(a) identifying the area as a fire hazard area; and
(b) prohibiting the use of an open flame or other source of ignition in the area.
PART XVIIIDiving Operations
18.1 The definitions in this section apply in this Part.
- contaminated environment
contaminated environment means
- decompression table
decompression table means a table or set of tables that shows a schedule of rates for the safe ascent of a diver from depth in order to minimize the risk of decompression sickness. (table de décompression)
- dive supervisor
dive supervisor means a qualified person who has been designated by the employer to be in charge of a diving operation at the dive site, including the health and safety of its divers. (chef de plongée)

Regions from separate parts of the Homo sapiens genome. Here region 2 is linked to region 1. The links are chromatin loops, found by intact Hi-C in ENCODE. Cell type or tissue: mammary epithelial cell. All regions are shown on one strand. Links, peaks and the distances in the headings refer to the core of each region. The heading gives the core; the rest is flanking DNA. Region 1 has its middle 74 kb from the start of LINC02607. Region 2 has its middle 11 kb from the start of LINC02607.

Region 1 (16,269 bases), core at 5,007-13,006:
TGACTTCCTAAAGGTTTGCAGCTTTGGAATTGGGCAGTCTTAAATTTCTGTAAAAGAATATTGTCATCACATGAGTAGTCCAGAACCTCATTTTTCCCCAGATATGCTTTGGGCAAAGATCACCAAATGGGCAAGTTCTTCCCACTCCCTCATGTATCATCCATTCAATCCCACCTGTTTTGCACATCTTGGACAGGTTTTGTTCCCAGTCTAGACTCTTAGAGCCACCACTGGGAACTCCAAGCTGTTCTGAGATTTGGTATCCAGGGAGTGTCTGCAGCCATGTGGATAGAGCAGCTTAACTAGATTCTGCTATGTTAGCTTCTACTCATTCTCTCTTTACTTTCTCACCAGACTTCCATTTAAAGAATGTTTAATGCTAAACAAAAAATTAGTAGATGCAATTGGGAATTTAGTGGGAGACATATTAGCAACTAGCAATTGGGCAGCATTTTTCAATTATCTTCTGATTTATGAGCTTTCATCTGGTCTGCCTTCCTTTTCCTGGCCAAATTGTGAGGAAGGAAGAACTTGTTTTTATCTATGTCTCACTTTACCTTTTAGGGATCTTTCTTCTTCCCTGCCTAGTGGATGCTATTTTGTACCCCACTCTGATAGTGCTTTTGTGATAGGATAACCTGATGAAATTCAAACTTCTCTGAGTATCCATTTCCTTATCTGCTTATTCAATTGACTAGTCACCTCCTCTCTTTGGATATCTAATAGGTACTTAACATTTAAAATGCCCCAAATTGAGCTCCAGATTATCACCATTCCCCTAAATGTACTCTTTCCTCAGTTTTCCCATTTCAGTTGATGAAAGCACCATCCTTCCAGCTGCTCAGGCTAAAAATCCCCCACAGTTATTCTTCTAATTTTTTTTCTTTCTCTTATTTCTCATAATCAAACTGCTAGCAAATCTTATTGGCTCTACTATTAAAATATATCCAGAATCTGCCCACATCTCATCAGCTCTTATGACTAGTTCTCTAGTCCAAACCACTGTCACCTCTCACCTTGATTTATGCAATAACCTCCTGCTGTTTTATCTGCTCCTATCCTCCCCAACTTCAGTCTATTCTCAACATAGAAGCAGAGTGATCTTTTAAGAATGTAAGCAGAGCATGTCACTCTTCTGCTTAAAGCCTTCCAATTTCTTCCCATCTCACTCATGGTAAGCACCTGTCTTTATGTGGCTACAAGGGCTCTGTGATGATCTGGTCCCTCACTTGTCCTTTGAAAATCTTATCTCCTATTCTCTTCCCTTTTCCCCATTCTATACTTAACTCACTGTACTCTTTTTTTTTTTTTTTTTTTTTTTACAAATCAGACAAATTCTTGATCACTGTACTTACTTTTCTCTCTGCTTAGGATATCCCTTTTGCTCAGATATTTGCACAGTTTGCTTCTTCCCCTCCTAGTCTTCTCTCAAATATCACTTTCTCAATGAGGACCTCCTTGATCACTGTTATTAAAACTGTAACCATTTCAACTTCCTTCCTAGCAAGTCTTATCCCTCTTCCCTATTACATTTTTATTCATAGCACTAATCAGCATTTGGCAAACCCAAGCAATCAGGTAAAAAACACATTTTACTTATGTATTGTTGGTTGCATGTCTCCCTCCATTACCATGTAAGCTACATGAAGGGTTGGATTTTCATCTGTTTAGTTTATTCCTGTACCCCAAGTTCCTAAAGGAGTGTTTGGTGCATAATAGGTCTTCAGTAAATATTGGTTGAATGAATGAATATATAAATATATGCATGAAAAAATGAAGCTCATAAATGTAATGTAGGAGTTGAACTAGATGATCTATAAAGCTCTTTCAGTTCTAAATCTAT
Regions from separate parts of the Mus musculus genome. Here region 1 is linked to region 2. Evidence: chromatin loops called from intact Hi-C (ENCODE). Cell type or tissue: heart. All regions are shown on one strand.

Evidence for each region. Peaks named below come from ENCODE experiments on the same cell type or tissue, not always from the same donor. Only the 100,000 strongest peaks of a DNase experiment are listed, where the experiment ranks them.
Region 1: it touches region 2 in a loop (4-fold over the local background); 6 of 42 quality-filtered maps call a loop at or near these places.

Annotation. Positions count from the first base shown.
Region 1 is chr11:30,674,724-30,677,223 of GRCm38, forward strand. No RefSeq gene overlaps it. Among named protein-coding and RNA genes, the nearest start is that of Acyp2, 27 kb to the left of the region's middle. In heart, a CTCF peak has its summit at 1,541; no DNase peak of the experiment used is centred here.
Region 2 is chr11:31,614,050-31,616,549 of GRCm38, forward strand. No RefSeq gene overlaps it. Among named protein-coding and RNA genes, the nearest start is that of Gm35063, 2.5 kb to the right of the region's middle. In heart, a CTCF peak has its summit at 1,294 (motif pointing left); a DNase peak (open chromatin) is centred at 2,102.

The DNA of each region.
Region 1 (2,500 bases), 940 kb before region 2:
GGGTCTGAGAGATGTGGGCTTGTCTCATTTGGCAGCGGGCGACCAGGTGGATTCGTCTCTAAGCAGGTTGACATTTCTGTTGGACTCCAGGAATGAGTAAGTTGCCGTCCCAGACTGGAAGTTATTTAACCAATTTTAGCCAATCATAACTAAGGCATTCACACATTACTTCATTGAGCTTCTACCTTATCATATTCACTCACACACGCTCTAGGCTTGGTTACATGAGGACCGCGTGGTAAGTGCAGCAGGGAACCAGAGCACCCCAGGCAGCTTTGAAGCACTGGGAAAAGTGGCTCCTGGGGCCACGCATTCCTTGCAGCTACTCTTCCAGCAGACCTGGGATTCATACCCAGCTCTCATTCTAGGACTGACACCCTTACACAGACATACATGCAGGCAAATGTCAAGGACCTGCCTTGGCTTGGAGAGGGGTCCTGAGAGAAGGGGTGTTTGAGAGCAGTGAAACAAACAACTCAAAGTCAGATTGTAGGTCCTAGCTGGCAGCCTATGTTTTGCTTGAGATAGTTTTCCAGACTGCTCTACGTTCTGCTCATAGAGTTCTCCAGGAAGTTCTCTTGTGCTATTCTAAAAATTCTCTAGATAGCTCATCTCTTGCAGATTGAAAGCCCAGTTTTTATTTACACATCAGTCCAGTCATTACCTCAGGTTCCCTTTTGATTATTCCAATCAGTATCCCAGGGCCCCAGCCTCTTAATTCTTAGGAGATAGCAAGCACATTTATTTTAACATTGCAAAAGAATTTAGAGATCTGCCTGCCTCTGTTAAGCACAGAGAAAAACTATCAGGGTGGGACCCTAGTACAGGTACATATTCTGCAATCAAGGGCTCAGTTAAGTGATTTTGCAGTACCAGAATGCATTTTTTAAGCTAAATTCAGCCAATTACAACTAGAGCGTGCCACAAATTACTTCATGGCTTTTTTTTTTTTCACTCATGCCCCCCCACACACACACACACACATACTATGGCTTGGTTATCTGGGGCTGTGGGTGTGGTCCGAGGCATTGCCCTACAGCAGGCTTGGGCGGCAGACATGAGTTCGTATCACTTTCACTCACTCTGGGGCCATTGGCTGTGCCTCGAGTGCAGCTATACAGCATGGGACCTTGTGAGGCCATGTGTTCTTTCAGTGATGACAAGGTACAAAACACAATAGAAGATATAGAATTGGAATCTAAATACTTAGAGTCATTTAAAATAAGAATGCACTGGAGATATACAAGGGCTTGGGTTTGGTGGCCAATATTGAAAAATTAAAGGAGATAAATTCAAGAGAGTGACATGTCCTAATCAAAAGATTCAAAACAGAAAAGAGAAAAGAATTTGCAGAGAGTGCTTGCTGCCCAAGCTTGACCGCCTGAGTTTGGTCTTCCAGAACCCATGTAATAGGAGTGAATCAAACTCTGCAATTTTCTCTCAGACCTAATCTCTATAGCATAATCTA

diver means a qualified person who performs work under water. (plongeur)
- diver’s flag
diver’s flag means the rectangular red flag set out in Schedule I, each side of which is not less than 50 cm in length, that has a white diagonal stripe extending from the tip of the hoist to the bottom of the flag. (pavillon du plongeur)
- diver’s tender
diver’s tender means a qualified person who attends to a diver for the duration of a dive. (assistant du plongeur)
- hyperbaric chamber
hyperbaric chamber means a pressure vessel and associated equipment designed to subject humans to greater-than-atmospheric pressures. (caisson hyperbare)
- International Code Flag A
International Code Flag A means the white and dark blue flag set out in Schedule II, which is not less than 1 m in height. (pavillon A du code international)